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Is there any difference in meaning between:

"I have smoked in the past, but I don't smoke now" and

"I used to smoke but I don't smoke now"?

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  • 2
    I think you know the difference. One goes to ongoingness of the action and the other is merely in the past without specifying when.
    – Lambie
    Feb 22 at 20:17
  • 2
    What do you mean by "ongoingness of the action?" In both cases I don't smoke anymore.
    – anouk
    Feb 22 at 20:24
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    'I used to smoke' means you habitually or regularly smoked (did it on an ongoing basis); 'I have smoked' says nothing about how many times you did it. Feb 22 at 20:39
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    Here in the States, I see no difference between the two. I see both statements as indicating continuous action in the past. Over here, one doesn't say they have smoked if you smoke once or twice. Feb 22 at 20:57
  • 4
    In the UK 'I have smoked pot', could mean 'I took a puff on a joint at a party in 1972, and never again', but 'I used to smoke pot' could mean 'I don't remember much about the eighties'. I do not know to which category Bill Clinton belongs. Feb 22 at 21:29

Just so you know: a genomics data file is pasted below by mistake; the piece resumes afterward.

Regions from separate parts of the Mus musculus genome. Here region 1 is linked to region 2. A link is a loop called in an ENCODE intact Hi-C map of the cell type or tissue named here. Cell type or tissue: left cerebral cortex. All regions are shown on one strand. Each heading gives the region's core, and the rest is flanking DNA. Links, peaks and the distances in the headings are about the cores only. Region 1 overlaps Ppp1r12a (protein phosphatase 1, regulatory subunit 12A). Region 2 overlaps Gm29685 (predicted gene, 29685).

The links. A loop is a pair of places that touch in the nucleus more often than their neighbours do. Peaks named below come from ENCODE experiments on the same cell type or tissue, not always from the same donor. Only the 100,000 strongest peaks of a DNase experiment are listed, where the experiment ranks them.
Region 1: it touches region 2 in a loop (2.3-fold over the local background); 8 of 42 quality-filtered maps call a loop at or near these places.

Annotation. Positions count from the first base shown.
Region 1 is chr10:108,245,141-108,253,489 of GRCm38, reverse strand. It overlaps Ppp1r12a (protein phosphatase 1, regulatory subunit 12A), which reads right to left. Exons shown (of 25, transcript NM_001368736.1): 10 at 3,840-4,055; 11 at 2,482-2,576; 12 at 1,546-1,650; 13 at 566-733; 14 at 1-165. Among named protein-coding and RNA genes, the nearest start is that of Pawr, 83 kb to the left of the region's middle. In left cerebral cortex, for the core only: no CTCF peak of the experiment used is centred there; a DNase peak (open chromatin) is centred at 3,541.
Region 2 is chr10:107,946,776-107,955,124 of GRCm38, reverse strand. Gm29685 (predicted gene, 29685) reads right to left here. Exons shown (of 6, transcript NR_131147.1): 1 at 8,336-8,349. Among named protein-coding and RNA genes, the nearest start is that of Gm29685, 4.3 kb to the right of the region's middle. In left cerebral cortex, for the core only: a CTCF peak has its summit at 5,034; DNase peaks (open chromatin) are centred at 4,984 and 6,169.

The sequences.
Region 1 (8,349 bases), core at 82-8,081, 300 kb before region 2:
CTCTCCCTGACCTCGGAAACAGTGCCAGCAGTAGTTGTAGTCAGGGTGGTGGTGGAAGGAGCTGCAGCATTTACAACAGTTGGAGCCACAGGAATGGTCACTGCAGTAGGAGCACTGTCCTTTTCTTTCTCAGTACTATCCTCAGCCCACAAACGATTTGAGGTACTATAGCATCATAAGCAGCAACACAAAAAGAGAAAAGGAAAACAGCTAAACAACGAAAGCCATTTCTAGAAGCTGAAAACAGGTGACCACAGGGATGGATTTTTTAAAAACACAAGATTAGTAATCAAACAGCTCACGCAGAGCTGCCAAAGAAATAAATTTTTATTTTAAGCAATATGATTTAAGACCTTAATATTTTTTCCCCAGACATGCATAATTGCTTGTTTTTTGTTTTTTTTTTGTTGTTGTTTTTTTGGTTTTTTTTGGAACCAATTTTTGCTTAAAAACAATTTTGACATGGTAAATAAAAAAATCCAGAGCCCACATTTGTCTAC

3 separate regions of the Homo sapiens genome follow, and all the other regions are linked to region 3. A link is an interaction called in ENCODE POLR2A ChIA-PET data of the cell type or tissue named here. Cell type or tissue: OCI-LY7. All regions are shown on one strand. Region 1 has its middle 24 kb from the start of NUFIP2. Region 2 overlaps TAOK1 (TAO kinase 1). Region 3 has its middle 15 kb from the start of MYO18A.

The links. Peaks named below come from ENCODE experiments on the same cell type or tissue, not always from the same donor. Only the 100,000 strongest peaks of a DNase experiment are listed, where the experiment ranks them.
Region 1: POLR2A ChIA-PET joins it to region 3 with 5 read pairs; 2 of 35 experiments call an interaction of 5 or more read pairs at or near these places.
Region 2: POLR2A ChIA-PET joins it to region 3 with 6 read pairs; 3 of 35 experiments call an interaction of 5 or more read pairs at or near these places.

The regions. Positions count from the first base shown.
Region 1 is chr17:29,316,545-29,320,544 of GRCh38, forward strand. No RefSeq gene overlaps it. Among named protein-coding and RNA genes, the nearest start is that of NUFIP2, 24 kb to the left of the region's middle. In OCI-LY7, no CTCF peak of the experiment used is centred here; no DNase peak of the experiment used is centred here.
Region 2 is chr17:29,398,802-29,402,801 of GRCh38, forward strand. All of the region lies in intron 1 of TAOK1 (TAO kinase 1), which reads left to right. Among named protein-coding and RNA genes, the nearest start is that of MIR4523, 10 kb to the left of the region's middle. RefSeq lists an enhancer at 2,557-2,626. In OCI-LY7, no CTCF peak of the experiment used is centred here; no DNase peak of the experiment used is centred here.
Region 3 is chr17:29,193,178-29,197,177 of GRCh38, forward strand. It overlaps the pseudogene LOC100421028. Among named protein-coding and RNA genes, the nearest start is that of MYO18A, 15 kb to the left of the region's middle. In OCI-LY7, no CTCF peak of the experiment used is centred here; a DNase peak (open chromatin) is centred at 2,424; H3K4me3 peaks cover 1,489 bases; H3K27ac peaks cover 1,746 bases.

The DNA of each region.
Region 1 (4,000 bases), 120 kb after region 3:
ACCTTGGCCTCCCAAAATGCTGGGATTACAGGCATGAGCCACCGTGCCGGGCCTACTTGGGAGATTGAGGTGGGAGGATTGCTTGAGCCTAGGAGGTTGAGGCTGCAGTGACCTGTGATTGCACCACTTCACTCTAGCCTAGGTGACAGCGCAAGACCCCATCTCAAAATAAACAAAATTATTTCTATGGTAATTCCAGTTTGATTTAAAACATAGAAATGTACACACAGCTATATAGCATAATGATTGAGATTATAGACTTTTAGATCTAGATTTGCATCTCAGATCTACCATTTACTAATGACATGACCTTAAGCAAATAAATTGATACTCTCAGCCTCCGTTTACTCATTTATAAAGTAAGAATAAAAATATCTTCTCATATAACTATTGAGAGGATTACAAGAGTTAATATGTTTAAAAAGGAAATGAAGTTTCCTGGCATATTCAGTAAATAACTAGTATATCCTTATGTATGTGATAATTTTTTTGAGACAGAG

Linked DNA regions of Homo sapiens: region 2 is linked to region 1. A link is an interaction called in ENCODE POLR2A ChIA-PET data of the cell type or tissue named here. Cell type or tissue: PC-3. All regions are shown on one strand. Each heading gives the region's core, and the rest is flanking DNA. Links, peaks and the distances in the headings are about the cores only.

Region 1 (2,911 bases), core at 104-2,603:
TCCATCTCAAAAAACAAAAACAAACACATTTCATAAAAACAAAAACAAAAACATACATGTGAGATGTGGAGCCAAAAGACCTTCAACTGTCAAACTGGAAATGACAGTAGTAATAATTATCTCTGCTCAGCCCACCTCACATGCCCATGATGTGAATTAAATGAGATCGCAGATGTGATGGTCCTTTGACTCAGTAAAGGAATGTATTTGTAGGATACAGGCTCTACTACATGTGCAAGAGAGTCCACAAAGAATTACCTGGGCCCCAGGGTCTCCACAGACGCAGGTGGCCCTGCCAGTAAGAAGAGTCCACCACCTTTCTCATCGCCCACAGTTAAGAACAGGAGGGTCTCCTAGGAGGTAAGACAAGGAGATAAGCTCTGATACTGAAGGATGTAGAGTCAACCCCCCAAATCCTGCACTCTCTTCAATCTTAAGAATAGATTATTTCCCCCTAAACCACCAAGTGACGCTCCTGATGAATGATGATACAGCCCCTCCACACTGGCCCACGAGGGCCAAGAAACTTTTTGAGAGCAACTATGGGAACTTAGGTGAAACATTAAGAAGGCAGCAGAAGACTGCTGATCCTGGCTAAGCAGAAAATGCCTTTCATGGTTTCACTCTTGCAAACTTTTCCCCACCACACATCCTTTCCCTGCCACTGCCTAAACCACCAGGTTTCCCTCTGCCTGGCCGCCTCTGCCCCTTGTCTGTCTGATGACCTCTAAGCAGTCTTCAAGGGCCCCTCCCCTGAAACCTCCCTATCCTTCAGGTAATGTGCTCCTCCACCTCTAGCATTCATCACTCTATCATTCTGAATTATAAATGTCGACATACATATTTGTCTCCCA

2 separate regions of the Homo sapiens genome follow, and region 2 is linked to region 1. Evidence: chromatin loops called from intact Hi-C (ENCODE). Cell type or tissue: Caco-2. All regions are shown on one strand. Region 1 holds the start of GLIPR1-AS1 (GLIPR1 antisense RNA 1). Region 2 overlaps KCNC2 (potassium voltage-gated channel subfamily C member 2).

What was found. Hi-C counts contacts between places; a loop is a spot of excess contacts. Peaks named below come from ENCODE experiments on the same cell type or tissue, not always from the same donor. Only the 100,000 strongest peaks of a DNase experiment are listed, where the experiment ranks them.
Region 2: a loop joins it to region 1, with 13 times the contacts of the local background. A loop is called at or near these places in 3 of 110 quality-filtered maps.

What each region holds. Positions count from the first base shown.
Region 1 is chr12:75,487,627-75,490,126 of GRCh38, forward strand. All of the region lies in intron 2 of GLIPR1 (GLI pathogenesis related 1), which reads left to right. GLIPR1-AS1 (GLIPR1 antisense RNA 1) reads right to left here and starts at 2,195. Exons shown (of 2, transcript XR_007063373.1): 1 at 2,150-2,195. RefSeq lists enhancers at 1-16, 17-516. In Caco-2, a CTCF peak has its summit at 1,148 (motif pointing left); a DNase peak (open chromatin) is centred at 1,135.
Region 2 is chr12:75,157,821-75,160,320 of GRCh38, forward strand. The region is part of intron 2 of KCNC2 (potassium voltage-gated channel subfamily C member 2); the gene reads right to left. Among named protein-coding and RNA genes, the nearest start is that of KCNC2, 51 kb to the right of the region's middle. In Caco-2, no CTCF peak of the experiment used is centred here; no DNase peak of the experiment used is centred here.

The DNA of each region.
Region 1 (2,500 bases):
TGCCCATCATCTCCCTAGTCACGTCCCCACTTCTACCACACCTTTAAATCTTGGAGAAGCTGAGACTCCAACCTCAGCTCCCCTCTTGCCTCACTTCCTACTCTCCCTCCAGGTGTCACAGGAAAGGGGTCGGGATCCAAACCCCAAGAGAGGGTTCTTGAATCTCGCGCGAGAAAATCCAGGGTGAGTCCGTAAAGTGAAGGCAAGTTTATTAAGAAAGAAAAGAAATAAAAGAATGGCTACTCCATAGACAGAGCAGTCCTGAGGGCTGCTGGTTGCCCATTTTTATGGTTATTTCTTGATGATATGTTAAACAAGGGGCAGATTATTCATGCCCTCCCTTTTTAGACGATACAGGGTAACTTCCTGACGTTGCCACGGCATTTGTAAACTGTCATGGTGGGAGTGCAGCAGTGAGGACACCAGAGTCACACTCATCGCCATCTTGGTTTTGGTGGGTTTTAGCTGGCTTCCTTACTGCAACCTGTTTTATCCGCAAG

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I have smoked in the past, but I don't smoke now - it suggests that I have smoked on a few occasions in the past but I don't smoke now

I used to smoke but I don't smoke now - It leans more towards the meaning that I used to smoke on a regular basis but I don't smoke now.Just a slight difference

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From my understanding they contradict each other in terms of telling the reader when and how many.

They are very much alike and seen to have the same meaning but I break things down like this:

As if answering a question "Do you smoke?"

I used to smoke. Now I do not. add words to see if it is correct. I used to smoke[A few here and there]. Now I do not.

As if you are answering a question. "Are you a smoker?" I have smoked in the past. Now I do not. I have smoked [A few here and there] in the past. Now I do not.

In both cases, you do not smoke anymore but... One is saying you smoked often, One is saying you didn't smoke a specific amount

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  • Are you a native speaker, Monica? I don't understand your answer, What do you mean by: "they contradict eachother"? Because your definitions are exactly the same: "I used to smoke a few here and there, now I do not" and "I have smoked a few here and there, now I do not". What is the difference?
    – anouk
    Feb 24 at 7:57

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